Thank goodness! What has happened to people’s lives that there’s developed all this jargon.It defies all reason as to why we don’t have the same features in our lives as the rest of us. Yes – that’s not to deny extra help some people’s communication needs may need but why do we not find ways for this to be as usual as possible. I have address books and calendars, diaries and even a file with my household bills etc in – but they wouldn’t be out on display either. PLEASE please can all services not think a lot harder about how they do support people’s lives! This is a good example…..

Love, Belief and Balls

I remember moving into my first flat at 20. One of the real joys was putting my own stamp on the place. Mark making his mark. Like all teenagers, my bedroom at my parent’s house was the space to express me but a whole flat was a much bigger space to fill.

I’ve had this very much in mind over the past few weeks during the move to Steven’s new house. I saw as my main task, how to help him create his own space.

Alongside the move, I’m aware that I’ve become obsessive about living as “normal” a life as possible. This puts me on a collision course with two of the themes I write about a lot – how (useful) services don’t exist anymore and how the social care system likes to frame the life of a learning disabled system. The latter theme covers a wide ground from…

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Doing It

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It’s so unhelpful and damaging when people are presented as objects of pity or problem. Many many years ago Mencap ran an advert showing I think he might have been called Simon as a pitiable picture – but they did see sense and change this. We do see so much better pictures of achievement these days. So much more powerful are the results of the right support – with help people’s talents can thrive, their contributions can be made and they (and their families) can develop good lives. Noone would deny the amount of effort that is needed for some people’s lives to change nor the amazing contribution of families to make this happen – far and beyond anything we might expect. However, surely we should be telling people what helps make it happen – not have people feeling they must contribute as it’s so awful. It’s the damage this does to all people with labels to make things so much harder due to the prejudices this feeds on. We should be presenting what’s possible with help not the worst moments of some. We also fail to help people understand what we might be like did we have some if the experiences people have had simply because of the lack of help and understanding. No wonder we get so little urgency to get people him from ATUs – we will make people imagine the worst unless shown the real picture. AND some of us might find ourselves locked up had we the same weight of prejudicial attitudes on us, the lack of understanding and with less resources and no power to change things.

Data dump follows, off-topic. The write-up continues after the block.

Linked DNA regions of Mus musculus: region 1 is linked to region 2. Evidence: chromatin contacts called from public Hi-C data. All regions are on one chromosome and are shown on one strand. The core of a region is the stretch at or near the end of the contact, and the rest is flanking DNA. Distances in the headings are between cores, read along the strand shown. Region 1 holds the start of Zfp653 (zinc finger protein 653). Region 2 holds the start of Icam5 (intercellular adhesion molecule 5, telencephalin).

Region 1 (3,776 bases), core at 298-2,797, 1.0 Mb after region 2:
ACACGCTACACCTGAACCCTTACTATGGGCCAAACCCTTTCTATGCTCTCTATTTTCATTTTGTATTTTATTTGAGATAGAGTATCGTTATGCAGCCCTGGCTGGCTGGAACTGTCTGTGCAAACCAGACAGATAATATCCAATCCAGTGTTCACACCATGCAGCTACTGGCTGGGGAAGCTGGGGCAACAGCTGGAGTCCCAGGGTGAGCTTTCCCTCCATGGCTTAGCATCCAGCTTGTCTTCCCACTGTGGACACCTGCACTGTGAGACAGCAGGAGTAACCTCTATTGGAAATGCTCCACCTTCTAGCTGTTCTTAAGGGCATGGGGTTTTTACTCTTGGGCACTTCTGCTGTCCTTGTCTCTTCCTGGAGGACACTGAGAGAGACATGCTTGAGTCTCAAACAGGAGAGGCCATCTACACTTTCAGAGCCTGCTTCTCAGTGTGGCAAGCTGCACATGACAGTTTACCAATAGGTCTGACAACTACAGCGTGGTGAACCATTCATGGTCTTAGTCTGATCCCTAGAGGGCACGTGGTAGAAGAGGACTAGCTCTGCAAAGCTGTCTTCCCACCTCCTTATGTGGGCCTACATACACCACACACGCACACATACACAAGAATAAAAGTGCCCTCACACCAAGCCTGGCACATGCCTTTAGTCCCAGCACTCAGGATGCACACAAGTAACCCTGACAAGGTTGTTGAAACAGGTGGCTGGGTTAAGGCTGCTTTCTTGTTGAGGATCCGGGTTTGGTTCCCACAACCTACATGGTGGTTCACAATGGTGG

Love, Belief and Balls

You either do it or you talk about it (passionately).

The NAS have launched their Christmas 2016 campaign. Here is the launch photo:


Anyone got any idea what the message is? Autistic people and their families have shit Christmases? Sibling’s lives are ruined? I haven’t a clue what the message is.

But let’s make a donation anyway.

In the meantime, I (amongst several other campaigners) am still blocked by Jan Tregelles, the CEO of Mencap. It’s no big deal. The corporate Mencap world is about as far away from my world as it is possible to be. If I am passionate, it must be a very different kind of passion:


As long as the big national charities continue their idea that their role is to give learning disabled people a voice, we’re fucked. Always on the outside looking in. Always the victim.

Two stories of people having a voice:


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Act against the 21st Century institutionalisation of people with learning disabilities — Big Society, Disability and Civil Society Research

Support the #7Daysofaction on twitter – Monday 18th April 2016 by Dan Goodley In 1993 I graduated from Manchester Metropolitan University with a psychology degree. My Mum and Dad were very proud. I was … unsettled. Not simply by the prospect of post-student life but by the discipline of psychology. One of the things I […]

via Act against the 21st Century institutionalisation of people with learning disabilities — Big Society, Disability and Civil Society Research